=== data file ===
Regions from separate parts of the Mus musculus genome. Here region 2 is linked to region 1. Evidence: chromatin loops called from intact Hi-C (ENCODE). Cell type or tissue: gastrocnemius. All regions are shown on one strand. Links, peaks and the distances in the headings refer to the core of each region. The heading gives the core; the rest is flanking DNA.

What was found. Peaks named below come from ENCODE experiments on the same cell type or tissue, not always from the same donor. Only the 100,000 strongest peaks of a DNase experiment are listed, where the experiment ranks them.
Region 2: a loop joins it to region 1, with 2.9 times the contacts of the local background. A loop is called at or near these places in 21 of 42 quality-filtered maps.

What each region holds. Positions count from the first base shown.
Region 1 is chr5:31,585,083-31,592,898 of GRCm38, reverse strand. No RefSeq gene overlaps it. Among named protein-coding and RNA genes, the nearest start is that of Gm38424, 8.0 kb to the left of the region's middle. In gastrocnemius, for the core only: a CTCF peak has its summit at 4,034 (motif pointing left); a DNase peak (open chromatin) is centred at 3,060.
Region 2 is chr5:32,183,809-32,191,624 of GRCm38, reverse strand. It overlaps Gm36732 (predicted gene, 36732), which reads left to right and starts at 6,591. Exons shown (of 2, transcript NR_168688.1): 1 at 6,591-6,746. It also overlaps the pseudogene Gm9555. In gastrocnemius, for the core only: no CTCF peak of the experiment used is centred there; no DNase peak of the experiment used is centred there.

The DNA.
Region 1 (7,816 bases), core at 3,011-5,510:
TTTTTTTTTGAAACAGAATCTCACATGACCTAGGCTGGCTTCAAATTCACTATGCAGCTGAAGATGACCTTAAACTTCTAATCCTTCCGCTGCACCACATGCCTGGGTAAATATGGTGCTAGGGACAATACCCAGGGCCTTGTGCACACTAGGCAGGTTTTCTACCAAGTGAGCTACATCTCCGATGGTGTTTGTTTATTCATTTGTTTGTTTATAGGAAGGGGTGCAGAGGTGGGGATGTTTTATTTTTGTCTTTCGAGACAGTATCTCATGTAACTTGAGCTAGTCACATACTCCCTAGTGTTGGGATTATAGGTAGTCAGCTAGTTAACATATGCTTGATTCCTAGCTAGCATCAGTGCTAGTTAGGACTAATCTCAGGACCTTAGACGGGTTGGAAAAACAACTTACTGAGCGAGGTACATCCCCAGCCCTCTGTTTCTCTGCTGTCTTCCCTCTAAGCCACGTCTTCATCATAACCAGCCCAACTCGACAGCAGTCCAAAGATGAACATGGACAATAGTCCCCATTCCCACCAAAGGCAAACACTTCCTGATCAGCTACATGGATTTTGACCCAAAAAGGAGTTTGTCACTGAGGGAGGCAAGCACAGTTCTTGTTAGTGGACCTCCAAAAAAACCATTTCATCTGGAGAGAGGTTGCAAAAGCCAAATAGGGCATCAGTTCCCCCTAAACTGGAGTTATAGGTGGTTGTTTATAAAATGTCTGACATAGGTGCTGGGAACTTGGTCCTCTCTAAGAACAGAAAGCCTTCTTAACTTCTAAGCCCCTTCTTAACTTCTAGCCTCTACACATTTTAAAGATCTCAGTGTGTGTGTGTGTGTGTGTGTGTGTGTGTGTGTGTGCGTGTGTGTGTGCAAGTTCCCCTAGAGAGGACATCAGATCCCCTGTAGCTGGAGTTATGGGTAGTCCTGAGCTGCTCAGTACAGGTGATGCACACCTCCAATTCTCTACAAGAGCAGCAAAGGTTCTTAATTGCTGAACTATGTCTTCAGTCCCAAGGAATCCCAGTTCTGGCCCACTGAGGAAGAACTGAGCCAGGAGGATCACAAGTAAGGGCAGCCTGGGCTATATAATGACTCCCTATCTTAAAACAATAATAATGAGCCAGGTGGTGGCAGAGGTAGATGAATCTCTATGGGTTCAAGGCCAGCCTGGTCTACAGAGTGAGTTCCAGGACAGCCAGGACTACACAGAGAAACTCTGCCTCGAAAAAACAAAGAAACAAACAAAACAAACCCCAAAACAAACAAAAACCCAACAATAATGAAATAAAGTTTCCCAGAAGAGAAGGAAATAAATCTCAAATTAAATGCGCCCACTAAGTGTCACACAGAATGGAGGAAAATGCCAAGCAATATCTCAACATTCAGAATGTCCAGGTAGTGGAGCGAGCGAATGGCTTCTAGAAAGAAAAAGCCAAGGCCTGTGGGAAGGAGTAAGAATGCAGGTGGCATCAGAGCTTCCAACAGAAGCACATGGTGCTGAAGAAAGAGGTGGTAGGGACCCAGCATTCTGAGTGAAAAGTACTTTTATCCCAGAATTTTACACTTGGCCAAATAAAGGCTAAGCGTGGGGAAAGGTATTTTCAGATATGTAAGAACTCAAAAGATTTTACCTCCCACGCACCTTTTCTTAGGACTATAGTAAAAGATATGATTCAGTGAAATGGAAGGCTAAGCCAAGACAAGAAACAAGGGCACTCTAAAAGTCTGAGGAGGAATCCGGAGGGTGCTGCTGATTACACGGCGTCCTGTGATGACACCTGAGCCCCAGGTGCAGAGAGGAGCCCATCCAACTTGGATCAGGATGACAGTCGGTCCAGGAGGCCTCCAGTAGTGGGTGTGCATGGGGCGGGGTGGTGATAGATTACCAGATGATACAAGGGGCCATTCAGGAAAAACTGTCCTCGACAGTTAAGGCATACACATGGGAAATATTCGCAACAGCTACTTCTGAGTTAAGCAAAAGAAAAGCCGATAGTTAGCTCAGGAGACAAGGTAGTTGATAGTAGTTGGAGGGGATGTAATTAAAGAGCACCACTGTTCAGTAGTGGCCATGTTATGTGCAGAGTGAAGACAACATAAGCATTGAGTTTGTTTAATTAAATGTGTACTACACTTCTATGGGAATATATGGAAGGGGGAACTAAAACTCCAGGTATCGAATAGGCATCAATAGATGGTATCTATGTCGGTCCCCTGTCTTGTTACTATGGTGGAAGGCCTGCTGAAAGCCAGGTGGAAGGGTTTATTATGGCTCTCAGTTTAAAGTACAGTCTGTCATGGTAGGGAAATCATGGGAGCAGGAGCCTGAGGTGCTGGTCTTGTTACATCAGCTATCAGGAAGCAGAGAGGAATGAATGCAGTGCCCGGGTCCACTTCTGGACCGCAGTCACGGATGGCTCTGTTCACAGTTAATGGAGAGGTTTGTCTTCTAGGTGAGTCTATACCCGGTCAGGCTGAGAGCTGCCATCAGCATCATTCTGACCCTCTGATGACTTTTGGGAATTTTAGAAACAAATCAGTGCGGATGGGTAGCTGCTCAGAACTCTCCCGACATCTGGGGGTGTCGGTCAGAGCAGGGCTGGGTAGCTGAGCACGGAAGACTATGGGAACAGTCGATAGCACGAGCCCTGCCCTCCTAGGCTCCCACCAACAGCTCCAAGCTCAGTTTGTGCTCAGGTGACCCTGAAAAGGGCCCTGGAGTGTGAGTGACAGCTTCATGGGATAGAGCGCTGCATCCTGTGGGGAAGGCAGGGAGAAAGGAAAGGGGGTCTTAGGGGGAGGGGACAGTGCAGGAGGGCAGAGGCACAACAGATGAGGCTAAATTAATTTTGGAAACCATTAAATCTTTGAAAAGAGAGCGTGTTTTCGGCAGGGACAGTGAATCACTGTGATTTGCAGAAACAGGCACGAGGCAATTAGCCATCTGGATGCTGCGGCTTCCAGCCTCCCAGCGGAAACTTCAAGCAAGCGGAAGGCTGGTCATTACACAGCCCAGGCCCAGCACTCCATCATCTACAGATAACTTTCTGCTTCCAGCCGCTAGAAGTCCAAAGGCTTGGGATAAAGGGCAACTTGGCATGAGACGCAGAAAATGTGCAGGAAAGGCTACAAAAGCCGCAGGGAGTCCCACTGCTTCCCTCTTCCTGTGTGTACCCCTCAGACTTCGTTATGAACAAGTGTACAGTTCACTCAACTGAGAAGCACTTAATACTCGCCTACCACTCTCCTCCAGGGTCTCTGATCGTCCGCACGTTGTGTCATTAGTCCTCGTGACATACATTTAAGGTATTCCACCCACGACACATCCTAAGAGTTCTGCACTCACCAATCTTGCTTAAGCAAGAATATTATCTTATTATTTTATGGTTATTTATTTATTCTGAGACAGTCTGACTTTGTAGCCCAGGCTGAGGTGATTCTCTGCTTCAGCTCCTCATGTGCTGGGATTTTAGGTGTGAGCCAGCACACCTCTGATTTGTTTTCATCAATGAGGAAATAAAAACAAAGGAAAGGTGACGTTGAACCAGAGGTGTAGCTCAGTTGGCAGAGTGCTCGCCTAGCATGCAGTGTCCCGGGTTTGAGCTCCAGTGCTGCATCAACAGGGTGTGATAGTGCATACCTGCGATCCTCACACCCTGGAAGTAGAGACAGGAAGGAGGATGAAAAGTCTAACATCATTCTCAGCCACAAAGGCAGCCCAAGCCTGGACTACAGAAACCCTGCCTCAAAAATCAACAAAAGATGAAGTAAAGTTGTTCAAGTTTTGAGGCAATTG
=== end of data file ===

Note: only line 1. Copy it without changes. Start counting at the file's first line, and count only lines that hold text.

Regions from separate parts of the Mus musculus genome. Here region 2 is linked to region 1. Evidence: chromatin loops called from intact Hi-C (ENCODE). Cell type or tissue: gastrocnemius. All regions are shown on one strand. Links, peaks and the distances in the headings refer to the core of each region. The heading gives the core; the rest is flanking DNA.